But can we realistically rejoice always, as Philippians 4:4 instructs, or even when facing various trials, as James advises us without the Holy Spirit? I dare say no, it is true that a smiling face may not always convey joy and could instead be concealing feelings of depression. However, it’s important to note that there is a remedy, as the Spirit brings forth His Fruit, the result is an overflow of joy. Hallelujah!

“The Fruit of the Spirit is … peace”  The Greek word for “peace” is “erene”, though the Hebrew word “shalom” means more than the absence of strife, but also includes the idea of wholeness, health, balance, reconciliation, etc. In addition to the idea of having peace with God, shalom implies the peace of God, which passes all understanding (Philippians 4:7). Above all, peace is God’s gift to us, as a gift from Himself to His disciples,  In John 14:27, Jesus tenderly assures his disciples, “Peace I leave with you; My peace I give to you; not as the world gives do I give to you.” These words from our Savior further emphasize the truth we have already explored: the fruit of the Spirit and its components are not achieved through human effort. In fact, attempting to attain them through striving only leads to frustration and despair, which is contrary to the very essence of what we are meant to experience.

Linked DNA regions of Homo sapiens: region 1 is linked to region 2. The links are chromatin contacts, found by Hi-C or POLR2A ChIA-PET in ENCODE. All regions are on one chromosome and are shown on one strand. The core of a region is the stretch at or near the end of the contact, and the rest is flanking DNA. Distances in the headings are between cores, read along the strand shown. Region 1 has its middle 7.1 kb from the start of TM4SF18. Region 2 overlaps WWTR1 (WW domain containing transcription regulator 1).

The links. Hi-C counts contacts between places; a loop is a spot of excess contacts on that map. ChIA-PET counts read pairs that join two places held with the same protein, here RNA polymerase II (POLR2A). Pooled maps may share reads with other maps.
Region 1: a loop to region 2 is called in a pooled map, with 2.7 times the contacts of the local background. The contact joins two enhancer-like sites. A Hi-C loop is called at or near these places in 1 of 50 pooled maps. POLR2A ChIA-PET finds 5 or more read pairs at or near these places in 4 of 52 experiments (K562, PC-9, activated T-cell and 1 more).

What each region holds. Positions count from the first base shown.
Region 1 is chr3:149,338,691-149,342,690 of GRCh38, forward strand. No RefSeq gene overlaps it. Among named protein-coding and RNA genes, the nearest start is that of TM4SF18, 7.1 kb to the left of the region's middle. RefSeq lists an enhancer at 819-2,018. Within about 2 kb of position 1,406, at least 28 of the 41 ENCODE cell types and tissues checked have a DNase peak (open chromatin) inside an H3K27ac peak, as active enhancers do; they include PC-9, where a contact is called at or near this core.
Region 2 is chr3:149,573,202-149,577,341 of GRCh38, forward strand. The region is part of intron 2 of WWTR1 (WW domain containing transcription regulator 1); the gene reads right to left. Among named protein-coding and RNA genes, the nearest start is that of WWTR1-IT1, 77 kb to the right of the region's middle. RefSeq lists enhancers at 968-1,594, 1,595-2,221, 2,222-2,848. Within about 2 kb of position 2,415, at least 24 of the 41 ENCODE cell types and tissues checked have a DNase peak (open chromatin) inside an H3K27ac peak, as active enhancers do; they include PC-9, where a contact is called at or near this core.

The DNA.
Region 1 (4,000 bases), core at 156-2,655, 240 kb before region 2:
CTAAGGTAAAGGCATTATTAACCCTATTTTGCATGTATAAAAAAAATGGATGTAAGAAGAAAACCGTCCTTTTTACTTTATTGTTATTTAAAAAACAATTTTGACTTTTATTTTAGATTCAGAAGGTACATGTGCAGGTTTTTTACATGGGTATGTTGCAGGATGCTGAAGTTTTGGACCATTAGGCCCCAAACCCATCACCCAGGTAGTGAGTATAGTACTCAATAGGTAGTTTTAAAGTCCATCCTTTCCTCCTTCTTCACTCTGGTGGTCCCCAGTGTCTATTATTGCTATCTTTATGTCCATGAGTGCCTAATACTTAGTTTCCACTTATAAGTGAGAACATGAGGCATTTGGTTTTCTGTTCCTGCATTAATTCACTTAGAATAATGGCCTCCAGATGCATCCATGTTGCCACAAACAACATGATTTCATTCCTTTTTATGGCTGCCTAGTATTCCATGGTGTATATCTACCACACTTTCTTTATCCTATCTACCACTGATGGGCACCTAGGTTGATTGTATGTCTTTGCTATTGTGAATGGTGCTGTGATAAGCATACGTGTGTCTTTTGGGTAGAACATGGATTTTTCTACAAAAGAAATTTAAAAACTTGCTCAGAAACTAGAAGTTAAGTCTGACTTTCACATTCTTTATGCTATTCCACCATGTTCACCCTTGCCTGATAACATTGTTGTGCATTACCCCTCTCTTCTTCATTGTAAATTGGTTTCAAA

Jesus’ words resonate deeply as we delve into the component of peace within the fruit of the Spirit. This peace, the peace that surpasses all understanding, is a gift that Jesus offers freely to those who abide in Him. It is not the fleeting peace that the world offers, dependent on external circumstances, but a profound inner tranquility that flows from a surrendered and trusting relationship with God.

Understanding the nature of this peace is crucial because it redirects our focus from self-reliance to reliance on God’s grace and the work of the Holy Spirit within us. We are reminded that peace, like the other components of the fruit of the Spirit, cannot be manufactured or achieved through human striving. Instead, it is a fruit that blossoms naturally as we surrender to God’s will and allow His Spirit to work in our lives.